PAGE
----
After a very busy week, where a lot of time was spent on Soweto uprisings . com, we finally head for Namibian soil. The website is still not completely finished, but that's mostly because there still is too much content missing. Most, if not all, of the functionality is there.
As a result, Ismail and I did a presentation of our work on Friday, at the offices of ASM in down town Jo'burg, Ismail's employer. It must have been quite successful, as the scheduled 15 minute presentation ended up being a 90 minute discussion. Now, it's mostly up to Ismail to get all the content in, but not before he finishes his report on the project, in time for a presentation in Cape Town, somewhere in the coming week.
On Wednesday, we visited the opening of an exhibition at The Bag Factory, where Ismail's girlfriend works. One of the two 'artists in residence' on display was Arash Hanaei, an Iranian on a three month visit to South Africa.
On Thursday, we attended yet another function. Vlisco, a Dutch garment producer, insanely popular, mostly in western Africa, presented their designer brand collection in their tiny store in the Mall of Rosebank. Not really my cup of tea, but, hey, free food and drinks.
And Friday saw us heading to Pretoria, for a dinner of Bobotie, pumpkin pancakes and mulva pudding. Bobotie, not too dissimilar to a typical American meatloaf, is very much a South African dish. In fact, it's so South African, most restaurants don't even offer it, because, hey, you can eat it at home all the time.
And now we're off to Namibia; Dessert, sea and Suessichkeiten.
Namibia was, until 1918, one of the few German colonies in Africa and the only one on which they left a mark with, supposedly, lots of art nouveau architecture, central European love for sweets and good German beer.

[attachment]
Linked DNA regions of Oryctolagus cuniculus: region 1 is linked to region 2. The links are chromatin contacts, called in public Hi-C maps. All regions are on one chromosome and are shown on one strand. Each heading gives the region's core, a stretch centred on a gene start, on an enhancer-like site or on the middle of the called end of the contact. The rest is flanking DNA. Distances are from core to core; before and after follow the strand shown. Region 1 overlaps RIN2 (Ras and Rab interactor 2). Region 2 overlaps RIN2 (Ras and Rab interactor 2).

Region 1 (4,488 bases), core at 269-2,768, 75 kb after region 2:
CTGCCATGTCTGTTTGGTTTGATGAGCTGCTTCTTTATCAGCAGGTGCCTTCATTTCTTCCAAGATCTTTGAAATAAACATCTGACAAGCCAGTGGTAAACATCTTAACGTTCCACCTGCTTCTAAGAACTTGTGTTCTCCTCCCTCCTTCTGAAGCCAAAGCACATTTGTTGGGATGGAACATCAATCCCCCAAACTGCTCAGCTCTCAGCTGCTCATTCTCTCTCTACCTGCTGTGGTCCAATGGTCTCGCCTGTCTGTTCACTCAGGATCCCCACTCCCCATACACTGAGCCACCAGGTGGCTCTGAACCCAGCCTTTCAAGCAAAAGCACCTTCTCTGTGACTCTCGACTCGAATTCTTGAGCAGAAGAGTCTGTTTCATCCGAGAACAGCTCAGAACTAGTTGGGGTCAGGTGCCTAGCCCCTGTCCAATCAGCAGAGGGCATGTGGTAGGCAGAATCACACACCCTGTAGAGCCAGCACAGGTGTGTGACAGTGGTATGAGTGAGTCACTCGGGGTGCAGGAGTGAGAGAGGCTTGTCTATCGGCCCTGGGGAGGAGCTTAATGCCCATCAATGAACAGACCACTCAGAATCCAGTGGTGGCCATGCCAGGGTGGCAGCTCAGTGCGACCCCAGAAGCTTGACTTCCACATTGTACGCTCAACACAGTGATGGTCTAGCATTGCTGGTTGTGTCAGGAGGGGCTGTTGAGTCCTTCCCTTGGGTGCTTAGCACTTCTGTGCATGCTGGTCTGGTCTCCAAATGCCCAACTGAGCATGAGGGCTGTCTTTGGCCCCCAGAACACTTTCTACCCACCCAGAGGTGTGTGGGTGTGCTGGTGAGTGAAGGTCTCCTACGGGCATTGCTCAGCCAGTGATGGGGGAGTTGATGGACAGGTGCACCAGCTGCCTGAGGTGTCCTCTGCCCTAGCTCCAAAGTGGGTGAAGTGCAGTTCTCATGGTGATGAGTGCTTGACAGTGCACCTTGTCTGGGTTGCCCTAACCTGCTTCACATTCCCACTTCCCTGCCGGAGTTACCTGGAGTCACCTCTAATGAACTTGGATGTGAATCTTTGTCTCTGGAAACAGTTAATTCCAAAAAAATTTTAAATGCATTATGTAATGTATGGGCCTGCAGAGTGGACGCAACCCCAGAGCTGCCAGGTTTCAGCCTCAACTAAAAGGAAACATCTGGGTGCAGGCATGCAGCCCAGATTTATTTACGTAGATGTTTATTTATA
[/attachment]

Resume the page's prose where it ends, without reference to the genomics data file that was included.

Namibia is also very much known for the Skeleton Coast, where many ships, overcome by the bad weather off the coast, ended up stranded. Probably Namibia's most well known tourist attraction at the impressive red dunes.
Interestingly, because Namibia, Botswana, Lesotho, Swaziland and South Africa are part of the same customs union, you're not allowed to buy tobacco (and I'm sure alcoholic beverages too) at the tax free area of the airport in Jo'burg.
The flight itself, with budget airline Kulula wasn't all that bad. Because this connection is actually services by a BA plane, and part of the BA network, you actually do get drinks and food on board.
Windhoek is one of the most mellow, if not sleepy, capitals I've ever seen. At least on a Saturday afternoon. All the shops are closed and the streets are empty of cars and people. Also, people, be it black, white or coloured, appear to be friendly, helpful and open. Something that you only experience in South Africa when indoors and, generally, stick to your own side of the racial divide.